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AACC

AD Biomarkers in Ocular Fluid Indicate Dementia Risk

By Labmedica International staff writers
Posted on 25 Mar 2019
Measuring levels of amyloid-beta and tau proteins in the eye's vitreous humor has been suggested as means to detect dementia at an early stage in individuals at risk for Alzheimer's disease (AD).

Investigators at the Boston Medical Center (MA, USA) determined levels of amyloid-beta (Abeta) and tau protein in human vitreous humor and evaluated the clinical predictive role of these proteins as early diagnostic markers of AD.

Image: Low levels of amyloid-beta and tau proteins in the vitreous humor were indicative of potential Alzheimer\'s disease risk (Photo courtesy of Wikimedia Commons).
Image: Low levels of amyloid-beta and tau proteins in the vitreous humor were indicative of potential Alzheimer\'s disease risk (Photo courtesy of Wikimedia Commons).

For this study, vitreous humor samples from 80 eyes were measured quantitatively for Abeta42, pTau, and tTau. Linear regression was used to test associations between AD biomarker levels, Mini-Mental State Exam (a baseline cognitive test), and serum apolipoprotein E (APOE) allele status, with adjustment for age, sex, and education level of patients.

Results revealed that patients with poor cognitive function had significantly lower vitreous humor levels of the AD-related biomarkers Abeta40, Abeta42, and tTau. Levels of these biomarkers did not correlate with underlying eye conditions, suggesting their specificity in association with cognitive change. This was perhaps the first study to correlate cognition with AD-related proteins in the vitreous humor. Results suggested that ocular proteins may have a role for early dementia detection in individuals at risk for AD.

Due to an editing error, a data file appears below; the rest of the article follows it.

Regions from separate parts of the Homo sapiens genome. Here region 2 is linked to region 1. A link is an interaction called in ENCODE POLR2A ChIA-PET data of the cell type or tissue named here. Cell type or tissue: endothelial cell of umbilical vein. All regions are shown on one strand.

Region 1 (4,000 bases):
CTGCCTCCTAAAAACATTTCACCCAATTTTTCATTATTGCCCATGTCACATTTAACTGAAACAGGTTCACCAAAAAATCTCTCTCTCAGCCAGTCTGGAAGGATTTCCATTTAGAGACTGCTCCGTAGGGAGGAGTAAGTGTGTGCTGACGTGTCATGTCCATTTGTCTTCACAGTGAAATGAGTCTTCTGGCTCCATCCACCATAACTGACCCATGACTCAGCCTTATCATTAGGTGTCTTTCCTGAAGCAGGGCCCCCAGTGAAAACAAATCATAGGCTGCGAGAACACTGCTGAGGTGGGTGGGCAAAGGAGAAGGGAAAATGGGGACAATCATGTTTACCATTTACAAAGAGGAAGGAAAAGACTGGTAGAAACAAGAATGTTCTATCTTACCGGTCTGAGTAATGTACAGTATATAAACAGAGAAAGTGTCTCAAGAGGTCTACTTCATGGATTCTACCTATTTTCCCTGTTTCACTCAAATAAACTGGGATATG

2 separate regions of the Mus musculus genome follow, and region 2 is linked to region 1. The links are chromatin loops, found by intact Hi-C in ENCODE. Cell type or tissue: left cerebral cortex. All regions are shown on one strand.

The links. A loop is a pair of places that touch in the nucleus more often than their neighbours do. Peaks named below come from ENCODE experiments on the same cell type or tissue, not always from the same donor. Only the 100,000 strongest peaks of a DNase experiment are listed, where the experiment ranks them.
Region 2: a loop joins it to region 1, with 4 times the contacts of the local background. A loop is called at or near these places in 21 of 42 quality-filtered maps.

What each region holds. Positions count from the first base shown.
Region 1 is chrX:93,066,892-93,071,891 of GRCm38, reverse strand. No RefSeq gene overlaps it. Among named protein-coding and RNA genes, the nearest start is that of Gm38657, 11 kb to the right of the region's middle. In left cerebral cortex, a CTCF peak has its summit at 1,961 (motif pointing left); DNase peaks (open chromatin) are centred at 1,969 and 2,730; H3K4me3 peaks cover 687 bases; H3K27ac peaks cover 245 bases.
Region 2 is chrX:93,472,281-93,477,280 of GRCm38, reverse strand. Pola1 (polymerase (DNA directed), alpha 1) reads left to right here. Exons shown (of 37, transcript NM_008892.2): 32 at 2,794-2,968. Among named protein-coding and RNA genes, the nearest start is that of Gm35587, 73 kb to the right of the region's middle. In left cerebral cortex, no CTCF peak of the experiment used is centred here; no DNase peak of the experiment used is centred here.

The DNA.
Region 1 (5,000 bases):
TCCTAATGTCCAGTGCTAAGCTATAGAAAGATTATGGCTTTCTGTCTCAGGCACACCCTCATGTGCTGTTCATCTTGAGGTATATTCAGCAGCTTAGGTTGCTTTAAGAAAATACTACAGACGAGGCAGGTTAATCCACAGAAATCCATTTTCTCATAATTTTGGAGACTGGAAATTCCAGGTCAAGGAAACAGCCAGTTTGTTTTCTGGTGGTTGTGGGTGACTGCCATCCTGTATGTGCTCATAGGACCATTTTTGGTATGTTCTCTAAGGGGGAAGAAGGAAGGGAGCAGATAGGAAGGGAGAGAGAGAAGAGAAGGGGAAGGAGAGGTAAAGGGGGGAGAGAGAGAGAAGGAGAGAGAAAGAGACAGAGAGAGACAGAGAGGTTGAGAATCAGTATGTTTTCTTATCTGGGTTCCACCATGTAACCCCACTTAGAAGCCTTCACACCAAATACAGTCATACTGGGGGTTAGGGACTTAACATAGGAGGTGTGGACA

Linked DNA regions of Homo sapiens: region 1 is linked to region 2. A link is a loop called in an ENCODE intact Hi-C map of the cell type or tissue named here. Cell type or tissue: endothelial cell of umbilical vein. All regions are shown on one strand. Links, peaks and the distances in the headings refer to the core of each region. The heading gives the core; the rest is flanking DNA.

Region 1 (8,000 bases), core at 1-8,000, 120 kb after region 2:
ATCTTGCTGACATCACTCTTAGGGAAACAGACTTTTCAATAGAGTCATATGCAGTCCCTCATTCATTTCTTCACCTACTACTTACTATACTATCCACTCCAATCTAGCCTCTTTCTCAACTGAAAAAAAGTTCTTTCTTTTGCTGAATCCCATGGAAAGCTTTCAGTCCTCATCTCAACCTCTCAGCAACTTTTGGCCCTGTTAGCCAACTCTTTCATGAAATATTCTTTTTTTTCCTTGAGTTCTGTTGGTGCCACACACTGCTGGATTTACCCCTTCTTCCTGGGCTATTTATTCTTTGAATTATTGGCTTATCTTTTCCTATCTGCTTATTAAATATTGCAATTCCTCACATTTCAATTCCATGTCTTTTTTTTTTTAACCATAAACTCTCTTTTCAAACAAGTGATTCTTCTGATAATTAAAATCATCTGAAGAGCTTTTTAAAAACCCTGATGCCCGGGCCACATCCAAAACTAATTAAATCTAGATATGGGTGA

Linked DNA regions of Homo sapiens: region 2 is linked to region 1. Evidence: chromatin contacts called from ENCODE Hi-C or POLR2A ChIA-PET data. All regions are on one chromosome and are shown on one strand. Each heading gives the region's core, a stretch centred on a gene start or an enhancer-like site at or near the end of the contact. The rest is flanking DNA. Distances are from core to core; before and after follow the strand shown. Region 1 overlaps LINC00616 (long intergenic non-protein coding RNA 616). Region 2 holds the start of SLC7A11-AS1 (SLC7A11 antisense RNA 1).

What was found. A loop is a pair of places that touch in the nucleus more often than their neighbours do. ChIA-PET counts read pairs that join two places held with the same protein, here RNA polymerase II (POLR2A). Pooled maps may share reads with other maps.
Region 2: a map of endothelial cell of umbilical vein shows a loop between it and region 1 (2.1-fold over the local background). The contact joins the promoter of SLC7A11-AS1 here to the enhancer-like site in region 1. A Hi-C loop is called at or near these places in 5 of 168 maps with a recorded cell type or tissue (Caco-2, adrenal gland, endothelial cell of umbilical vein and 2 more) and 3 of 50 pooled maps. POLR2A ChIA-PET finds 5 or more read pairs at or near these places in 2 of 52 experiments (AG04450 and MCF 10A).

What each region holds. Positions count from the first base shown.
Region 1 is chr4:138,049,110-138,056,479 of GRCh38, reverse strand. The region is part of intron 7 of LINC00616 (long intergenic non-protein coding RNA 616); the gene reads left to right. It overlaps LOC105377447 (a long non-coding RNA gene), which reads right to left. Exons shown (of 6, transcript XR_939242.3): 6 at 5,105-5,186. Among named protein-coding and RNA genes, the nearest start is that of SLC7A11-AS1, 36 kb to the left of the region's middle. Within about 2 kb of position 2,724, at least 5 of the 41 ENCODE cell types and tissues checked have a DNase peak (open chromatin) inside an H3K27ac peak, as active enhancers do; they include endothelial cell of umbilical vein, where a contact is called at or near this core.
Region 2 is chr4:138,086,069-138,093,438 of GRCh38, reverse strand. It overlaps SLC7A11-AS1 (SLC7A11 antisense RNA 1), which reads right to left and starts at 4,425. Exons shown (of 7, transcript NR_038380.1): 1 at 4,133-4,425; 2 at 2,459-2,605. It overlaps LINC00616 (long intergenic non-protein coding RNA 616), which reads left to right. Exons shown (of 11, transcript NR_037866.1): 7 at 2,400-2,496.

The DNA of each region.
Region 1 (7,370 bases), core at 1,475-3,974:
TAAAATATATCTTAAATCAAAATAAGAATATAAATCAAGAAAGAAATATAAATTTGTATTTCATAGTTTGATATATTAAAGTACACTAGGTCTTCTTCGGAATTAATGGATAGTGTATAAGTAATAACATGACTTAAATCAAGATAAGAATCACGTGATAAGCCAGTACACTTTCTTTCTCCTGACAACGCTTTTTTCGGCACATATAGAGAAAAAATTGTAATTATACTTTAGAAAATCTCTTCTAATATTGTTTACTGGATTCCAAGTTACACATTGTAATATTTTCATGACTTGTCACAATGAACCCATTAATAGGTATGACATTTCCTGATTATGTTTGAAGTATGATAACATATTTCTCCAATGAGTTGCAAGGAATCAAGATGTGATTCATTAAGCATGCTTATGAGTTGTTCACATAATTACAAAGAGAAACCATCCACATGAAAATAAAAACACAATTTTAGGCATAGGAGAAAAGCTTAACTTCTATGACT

"This is a great step in discovering the eye's potential role in diagnosing preclinical Alzheimer's disease, and further study is needed comparing protein biomarkers in the eye with more in-depth neurological testing," said senior author Dr. Manju Subramanian, associate professor of ophthalmology at Boston Medical Center.

The study was published in the March 8, 2019, online edition of the Journal of Alzheimer's Disease.

Related Links:
Boston Medical Center


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